Abstract # 2320 Poster # 132:

Scheduled for Friday, June 22, 2007 05:00 PM-07:00 PM: Session 14 (South Main Hall) Poster Presentation


Use of Next Generation Sequencing Technologies for Generating Non-Human Primate Genomic Resources

W. Courtney1, S. McGrath1, D. Locke1, V. Magrini1, M. Hickenbotham1, J. Armstrong1, A. Quinlan2, G. Marth2 and E. R. Mardis1
1Washington University School of Medicine, Genome Sequencing Center, 4444 Forest Park Blvd., St. Louis, MO 63108, USA, 2Boston College, Department of Biology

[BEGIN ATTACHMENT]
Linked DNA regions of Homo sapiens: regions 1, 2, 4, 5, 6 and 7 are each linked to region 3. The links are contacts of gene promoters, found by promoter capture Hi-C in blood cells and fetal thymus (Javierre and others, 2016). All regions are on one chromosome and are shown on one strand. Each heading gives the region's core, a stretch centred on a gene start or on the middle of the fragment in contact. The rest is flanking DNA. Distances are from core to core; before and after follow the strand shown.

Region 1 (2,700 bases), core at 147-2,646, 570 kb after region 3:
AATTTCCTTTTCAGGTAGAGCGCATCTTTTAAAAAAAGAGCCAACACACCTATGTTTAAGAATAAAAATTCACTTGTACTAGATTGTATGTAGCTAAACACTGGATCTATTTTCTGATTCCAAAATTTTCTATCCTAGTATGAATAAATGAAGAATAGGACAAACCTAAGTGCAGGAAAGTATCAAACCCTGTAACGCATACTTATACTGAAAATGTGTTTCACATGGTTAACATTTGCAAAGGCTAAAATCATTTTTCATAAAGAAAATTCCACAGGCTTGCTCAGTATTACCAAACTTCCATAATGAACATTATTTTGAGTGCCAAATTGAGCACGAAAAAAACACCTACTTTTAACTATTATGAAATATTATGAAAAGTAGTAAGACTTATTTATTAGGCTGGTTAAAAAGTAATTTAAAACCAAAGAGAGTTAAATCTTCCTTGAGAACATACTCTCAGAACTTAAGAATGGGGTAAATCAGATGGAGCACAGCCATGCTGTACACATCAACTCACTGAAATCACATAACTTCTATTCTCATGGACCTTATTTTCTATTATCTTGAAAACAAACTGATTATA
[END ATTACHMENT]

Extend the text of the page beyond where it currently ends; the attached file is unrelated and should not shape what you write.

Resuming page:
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     The availability of genomic sequence data for non-human primates such as the rhesus macaque and common marmoset represents an initial resource that will transform research that utilizes these animals as models of human disease. We now have begun to apply the power of next generation sequencing technologies, coupled with carefully chosen genomic DNA samples, to rapidly and cheaply generate important resources that augment the genome sequence assemblies. However, the value of these resources to the user community requires their input—both scientific (what resources are needed?) as well as samples (which animals should be utilized?). These resources will include genome-wide SNP and miRNA discovery, tissue-specific, normalized, full-length cDNA (including splice variant detection) sequencing. Our approaches utilize both the 454 Life Sciences’ FLX pyrosequencer (cDNA sequencing) and the Solexa sequencer (SNP and miRNA discovery). In one collaboration, we already have interacted with the common marmoset community to identify individuals suitable for genome-wide SNP discovery. Once SNPs have been placed across the genome sequence, for example, inexpensive genotyping arrays can be generated such that each animal entering a study can be genotyped, and results of the study can be interpreted in that context. A detailed description of a web-based browser specifically developed to display these resources in the context of human genome annotations will feature SNP discovery for the rhesus macaque and marmoset genomes.